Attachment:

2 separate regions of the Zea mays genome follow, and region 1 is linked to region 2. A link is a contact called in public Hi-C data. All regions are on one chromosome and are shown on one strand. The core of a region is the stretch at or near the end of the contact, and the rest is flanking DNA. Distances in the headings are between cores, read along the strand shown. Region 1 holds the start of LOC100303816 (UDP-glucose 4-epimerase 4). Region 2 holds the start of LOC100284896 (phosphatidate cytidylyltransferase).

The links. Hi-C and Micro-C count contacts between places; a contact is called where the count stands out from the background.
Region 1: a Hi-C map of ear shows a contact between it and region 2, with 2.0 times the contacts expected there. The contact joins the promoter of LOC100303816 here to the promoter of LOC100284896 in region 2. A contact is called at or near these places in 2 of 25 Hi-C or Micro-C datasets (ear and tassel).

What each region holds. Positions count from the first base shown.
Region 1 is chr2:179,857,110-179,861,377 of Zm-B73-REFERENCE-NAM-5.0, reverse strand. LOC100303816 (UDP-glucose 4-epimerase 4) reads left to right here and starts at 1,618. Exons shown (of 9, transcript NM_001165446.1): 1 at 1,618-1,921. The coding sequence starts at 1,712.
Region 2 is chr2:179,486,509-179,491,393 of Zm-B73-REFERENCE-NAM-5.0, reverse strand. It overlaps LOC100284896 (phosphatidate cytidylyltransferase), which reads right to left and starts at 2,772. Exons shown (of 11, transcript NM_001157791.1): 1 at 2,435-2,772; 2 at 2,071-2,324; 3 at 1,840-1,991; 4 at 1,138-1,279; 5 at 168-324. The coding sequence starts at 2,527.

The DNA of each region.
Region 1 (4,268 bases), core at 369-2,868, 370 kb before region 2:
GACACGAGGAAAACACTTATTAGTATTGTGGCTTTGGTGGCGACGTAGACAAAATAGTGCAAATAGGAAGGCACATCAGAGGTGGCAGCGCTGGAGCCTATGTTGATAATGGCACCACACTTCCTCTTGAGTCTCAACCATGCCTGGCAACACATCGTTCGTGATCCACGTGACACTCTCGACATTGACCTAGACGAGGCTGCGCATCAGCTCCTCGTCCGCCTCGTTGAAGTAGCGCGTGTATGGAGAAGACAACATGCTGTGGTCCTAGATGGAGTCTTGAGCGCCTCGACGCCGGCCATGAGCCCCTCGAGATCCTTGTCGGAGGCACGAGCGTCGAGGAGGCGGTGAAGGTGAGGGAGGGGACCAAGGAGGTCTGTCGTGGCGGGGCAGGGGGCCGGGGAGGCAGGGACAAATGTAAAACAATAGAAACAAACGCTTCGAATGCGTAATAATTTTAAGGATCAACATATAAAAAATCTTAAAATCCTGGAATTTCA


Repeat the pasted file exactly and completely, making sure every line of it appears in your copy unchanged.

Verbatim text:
2 separate regions of the Zea mays genome follow, and region 1 is linked to region 2. A link is a contact called in public Hi-C data. All regions are on one chromosome and are shown on one strand. The core of a region is the stretch at or near the end of the contact, and the rest is flanking DNA. Distances in the headings are between cores, read along the strand shown. Region 1 holds the start of LOC100303816 (UDP-glucose 4-epimerase 4). Region 2 holds the start of LOC100284896 (phosphatidate cytidylyltransferase).

The links. Hi-C and Micro-C count contacts between places; a contact is called where the count stands out from the background.
Region 1: a Hi-C map of ear shows a contact between it and region 2, with 2.0 times the contacts expected there. The contact joins the promoter of LOC100303816 here to the promoter of LOC100284896 in region 2. A contact is called at or near these places in 2 of 25 Hi-C or Micro-C datasets (ear and tassel).

What each region holds. Positions count from the first base shown.
Region 1 is chr2:179,857,110-179,861,377 of Zm-B73-REFERENCE-NAM-5.0, reverse strand. LOC100303816 (UDP-glucose 4-epimerase 4) reads left to right here and starts at 1,618. Exons shown (of 9, transcript NM_001165446.1): 1 at 1,618-1,921. The coding sequence starts at 1,712.
Region 2 is chr2:179,486,509-179,491,393 of Zm-B73-REFERENCE-NAM-5.0, reverse strand. It overlaps LOC100284896 (phosphatidate cytidylyltransferase), which reads right to left and starts at 2,772. Exons shown (of 11, transcript NM_001157791.1): 1 at 2,435-2,772; 2 at 2,071-2,324; 3 at 1,840-1,991; 4 at 1,138-1,279; 5 at 168-324. The coding sequence starts at 2,527.

The DNA of each region.
Region 1 (4,268 bases), core at 369-2,868, 370 kb before region 2:
GACACGAGGAAAACACTTATTAGTATTGTGGCTTTGGTGGCGACGTAGACAAAATAGTGCAAATAGGAAGGCACATCAGAGGTGGCAGCGCTGGAGCCTATGTTGATAATGGCACCACACTTCCTCTTGAGTCTCAACCATGCCTGGCAACACATCGTTCGTGATCCACGTGACACTCTCGACATTGACCTAGACGAGGCTGCGCATCAGCTCCTCGTCCGCCTCGTTGAAGTAGCGCGTGTATGGAGAAGACAACATGCTGTGGTCCTAGATGGAGTCTTGAGCGCCTCGACGCCGGCCATGAGCCCCTCGAGATCCTTGTCGGAGGCACGAGCGTCGAGGAGGCGGTGAAGGTGAGGGAGGGGACCAAGGAGGTCTGTCGTGGCGGGGCAGGGGGCCGGGGAGGCAGGGACAAATGTAAAACAATAGAAACAAACGCTTCGAATGCGTAATAATTTTAAGGATCAACATATAAAAAATCTTAAAATCCTGGAATTTCA